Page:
Last Monday’s New York Times stories, detailing the consequences of the faltering battle against global AIDS, has triggered an outpouring of reaction.
For starters, there was this May 13 editorial by the Times itself, which noted that the war against AIDS, spearheaded by the US, had “racked up enormous successes over the past decade.” The editorial says that part of the current problem stem’s from the Obama Administration’s decision to shift its attention to improving child and maternal health and to push countries “to improve their medical delivery systems, manage their own AIDS programs and contribute more of their own funds.”
“Those are good goals,” the paper’s editorial board wrote. “But the AIDS pandemic is still spreading. And the goal of universal access to treatment remains a distant dream.”
In addition, there have been at least eight letters to the editor, representing a broad range of views about the stories and issues they raised. One notable response came from Dr. Eric Goosby, Obama’s US Global AIDS Coordinator, who defended the Administration. Goosby said the stories painted “an unjustifiably negative picture of the global AIDS fight and America’s role in it.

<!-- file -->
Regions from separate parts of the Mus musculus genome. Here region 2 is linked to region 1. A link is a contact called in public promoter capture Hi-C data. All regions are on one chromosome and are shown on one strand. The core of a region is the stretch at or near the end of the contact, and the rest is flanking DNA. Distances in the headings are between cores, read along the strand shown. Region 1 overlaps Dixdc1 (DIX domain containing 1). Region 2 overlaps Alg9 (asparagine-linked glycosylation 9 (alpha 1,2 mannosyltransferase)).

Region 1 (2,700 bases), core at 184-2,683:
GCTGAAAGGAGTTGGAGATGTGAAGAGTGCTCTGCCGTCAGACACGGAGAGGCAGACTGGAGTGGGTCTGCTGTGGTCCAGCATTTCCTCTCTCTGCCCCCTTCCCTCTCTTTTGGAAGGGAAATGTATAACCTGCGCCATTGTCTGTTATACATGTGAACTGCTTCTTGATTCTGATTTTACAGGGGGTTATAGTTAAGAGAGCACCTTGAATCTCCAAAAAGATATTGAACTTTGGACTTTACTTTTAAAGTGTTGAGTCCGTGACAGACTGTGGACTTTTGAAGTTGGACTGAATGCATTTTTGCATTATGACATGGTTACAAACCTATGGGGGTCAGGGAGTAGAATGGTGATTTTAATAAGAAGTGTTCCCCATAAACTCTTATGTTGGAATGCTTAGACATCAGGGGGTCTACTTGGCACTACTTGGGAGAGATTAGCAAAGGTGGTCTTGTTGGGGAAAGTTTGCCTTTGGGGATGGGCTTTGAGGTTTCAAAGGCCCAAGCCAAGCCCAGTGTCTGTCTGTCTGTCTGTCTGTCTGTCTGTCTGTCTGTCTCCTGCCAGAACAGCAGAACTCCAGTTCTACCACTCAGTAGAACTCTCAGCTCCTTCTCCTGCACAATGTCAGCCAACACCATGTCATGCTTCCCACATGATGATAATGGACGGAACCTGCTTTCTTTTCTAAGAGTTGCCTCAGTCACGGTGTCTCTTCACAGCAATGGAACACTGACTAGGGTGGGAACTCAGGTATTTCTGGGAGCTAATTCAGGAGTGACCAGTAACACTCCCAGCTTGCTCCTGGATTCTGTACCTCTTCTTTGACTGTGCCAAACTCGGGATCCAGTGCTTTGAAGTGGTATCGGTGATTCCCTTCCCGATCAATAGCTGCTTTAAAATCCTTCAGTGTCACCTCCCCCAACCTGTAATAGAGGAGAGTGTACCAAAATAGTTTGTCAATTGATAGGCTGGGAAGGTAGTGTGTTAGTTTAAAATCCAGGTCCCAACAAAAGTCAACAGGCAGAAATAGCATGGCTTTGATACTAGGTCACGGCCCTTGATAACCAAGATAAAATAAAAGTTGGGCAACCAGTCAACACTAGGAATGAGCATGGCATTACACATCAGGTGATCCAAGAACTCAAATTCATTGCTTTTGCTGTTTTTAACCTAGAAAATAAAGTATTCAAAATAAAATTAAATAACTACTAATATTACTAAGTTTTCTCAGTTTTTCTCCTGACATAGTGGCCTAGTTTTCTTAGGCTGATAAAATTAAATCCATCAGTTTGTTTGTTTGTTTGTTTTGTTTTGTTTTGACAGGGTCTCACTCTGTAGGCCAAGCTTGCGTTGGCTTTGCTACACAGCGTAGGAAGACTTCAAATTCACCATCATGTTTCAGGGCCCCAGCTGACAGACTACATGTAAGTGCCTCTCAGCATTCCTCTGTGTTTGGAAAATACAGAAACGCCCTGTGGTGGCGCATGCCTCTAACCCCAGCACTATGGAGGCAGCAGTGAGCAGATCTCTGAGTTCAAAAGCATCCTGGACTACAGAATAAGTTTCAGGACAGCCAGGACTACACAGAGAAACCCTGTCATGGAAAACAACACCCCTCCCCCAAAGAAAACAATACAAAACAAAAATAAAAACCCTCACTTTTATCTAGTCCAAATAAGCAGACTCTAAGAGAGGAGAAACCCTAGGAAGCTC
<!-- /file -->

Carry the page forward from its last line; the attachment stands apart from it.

“…While challenges remain,” Goosby write, “we are building on and expanding our successes, not walking away from them. This is a global responsibility, and we are using this success story to invite other governments and donors to join us in meeting it.”
Here are links to all the letters.
The first four: http://www.nytimes.com/2010/05/15/opinion/l15aids.html
Another four published on the web: http://www.nytimes.com/2010/05/16/opinion/lweb16aids.html?ref=opinion